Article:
The celebrities that attended last night’s NBA All-Star Saturday in New Orleans probably had a better time than the viewing audience at home. Watching last night’s events on TV was only enjoyable because of the company, but frankly, each event was incredibly dull and the TNT team and Nick Cannon (Why?) seemed to be struggling to make the night mean something to the viewers.
Let’s do a quick run-down of the evening:
The Shooting Stars competition is always there to set the table for the rest of the night. It was a little embarrassing to see Dominique Wilkins miss three of five layups, but impressive to see Chris Bosh go 2-2 from half court. All-in-all it was what it was supposed to be.
The Skills competition seemed to benefit from its new structure of having teams of two players working together to make the best time. I was confused on why they eliminated a bounce pass from the course, and also why they added a couple tenths of a second to Victor Oladipo and Michael Carter-Williams‘ time (which led to Trey Burke and Damian Lillard picking up the trophy). It was great to see Burke sprint up court for the win, but again, there is certainly a ceiling into how exciting this event can be.
Moving to the three-point contest. This is usually my favorite event and was the best one of the night. Marco Belinelli took home the hardware over Bradley Beal, after Beal hit his last six shots to force the contest’s equivalent of overtime. Stephen Curry was a disappointment and Joe Johnson gave what was possibly the worst performance in the contest’s history. But there was some drama towards the end, and the silence of the crowd turned into a hushed murmur as the contest finished.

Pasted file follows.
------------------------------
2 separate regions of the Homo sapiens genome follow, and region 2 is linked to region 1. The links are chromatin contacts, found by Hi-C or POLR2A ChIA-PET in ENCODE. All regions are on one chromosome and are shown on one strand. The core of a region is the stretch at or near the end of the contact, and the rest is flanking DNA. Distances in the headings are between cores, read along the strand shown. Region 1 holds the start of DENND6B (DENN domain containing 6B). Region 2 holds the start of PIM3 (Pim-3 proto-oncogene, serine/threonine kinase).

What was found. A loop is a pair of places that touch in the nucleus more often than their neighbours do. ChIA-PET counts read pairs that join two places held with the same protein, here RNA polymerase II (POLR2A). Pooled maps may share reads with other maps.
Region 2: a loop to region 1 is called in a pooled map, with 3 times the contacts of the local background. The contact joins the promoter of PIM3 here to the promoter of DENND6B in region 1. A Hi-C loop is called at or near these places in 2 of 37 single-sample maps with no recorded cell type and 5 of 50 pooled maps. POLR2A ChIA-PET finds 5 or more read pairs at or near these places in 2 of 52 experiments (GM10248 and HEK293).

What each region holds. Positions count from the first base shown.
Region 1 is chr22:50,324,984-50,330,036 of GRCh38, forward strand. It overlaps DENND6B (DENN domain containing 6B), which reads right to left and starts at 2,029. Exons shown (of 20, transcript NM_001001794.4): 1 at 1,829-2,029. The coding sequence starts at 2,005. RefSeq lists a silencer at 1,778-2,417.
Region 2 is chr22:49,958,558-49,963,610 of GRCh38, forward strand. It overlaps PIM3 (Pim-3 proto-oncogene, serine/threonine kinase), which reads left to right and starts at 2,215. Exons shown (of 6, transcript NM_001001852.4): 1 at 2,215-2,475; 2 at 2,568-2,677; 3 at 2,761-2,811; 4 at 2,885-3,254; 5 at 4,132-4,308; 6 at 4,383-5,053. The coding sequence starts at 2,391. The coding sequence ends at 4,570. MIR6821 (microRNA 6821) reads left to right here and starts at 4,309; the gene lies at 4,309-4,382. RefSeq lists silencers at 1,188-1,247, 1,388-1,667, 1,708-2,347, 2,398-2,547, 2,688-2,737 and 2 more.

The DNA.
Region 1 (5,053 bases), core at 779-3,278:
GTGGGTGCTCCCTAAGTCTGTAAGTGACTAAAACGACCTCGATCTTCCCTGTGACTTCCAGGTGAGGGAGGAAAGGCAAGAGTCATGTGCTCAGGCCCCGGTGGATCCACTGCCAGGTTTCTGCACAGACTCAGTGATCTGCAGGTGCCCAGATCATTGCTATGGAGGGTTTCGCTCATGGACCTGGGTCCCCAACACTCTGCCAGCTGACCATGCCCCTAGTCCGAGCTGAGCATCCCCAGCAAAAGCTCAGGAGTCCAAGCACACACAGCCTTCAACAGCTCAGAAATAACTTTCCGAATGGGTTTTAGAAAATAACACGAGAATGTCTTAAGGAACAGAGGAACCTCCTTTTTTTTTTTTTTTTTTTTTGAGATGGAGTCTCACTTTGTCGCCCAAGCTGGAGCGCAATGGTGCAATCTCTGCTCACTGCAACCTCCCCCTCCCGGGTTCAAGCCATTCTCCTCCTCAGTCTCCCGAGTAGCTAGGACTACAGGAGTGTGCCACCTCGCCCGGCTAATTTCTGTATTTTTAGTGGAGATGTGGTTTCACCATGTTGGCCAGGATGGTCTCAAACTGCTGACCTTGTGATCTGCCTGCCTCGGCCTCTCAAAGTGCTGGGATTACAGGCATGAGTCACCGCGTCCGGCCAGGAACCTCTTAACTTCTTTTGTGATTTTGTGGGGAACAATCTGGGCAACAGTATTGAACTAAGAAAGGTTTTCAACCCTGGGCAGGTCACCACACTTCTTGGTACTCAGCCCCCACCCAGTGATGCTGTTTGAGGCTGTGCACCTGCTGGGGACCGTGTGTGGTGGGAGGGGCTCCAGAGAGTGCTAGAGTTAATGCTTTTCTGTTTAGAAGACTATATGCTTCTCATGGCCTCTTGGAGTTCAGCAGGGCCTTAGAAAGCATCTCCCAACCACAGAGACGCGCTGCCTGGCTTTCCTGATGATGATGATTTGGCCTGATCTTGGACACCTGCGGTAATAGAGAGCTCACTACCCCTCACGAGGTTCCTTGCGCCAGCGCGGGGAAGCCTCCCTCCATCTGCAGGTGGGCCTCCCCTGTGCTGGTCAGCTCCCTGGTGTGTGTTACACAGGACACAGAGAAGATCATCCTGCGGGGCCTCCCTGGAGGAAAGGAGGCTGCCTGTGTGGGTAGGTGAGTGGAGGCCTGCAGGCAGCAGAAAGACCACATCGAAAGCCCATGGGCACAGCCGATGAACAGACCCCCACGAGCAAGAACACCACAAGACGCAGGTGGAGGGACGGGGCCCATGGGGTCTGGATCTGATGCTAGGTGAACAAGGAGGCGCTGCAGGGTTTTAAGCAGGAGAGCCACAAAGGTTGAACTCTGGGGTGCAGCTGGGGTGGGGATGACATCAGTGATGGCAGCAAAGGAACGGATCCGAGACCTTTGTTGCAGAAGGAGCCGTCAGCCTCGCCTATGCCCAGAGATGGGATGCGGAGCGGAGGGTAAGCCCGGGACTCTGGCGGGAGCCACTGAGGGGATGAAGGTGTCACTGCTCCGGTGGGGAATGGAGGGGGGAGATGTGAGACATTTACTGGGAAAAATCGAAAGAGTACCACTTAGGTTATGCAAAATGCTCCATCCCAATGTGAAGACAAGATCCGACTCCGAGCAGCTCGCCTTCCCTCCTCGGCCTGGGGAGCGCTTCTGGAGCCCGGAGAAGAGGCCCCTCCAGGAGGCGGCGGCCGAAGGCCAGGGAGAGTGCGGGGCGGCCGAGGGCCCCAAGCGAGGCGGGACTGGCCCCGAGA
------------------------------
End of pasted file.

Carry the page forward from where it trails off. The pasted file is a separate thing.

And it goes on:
And then there was the Dunk contest. The freestyle round was one of the biggest disappointments and should not return next year. If it does, then maybe I am at that point in my life where I am completely out of touch with what the people want. The battle round was almost as bad. The voting system by three NBA legends was a terrible vehicle compared to the old panel of judges holding up the sixes and sevens we were accustomed to seeing in recent years.
John Wall won dunker of the night with essentially one pretty good dunk. He may have finished some dunks in the freestyle round, but there was much less of a focus on the individuals. In addition, there is little-to-no reason for the dunkers to perform any really good dunks during the freestyle round. I have to say the NBA managed to make this year’s dunk contest the worst it has ever been, at least in my opinion.
On the bright side, I was close in my predictions, which can be found in our Editor’s Roundtable with members of the Houston Rockets and Golden State Warriors FanSided websites. It did help me make a few extra bucks off of last night, but I would give each dollar back for a dunk contest that didn’t end with a quiet crowd and a disappointed Phillip Bausk.